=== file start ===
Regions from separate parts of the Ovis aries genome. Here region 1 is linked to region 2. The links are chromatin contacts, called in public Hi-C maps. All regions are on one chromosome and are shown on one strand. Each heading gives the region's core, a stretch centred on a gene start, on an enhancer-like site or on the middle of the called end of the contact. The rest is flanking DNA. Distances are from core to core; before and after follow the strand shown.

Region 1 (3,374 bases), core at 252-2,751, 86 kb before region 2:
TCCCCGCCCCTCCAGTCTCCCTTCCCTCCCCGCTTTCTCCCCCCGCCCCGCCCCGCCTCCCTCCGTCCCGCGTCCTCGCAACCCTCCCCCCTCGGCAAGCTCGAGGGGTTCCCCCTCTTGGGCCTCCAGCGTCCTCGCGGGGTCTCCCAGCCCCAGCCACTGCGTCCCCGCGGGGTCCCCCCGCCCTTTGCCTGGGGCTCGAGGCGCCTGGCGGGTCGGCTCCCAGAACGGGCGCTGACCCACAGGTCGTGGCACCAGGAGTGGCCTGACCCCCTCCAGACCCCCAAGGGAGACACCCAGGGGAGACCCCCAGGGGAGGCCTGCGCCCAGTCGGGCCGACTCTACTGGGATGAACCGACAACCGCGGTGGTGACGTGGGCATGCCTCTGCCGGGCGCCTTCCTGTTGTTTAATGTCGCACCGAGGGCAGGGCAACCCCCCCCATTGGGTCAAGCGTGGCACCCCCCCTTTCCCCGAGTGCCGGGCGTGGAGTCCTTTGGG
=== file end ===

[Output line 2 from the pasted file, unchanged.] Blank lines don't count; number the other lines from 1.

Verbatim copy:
Region 1 (3,374 bases), core at 252-2,751, 86 kb before region 2: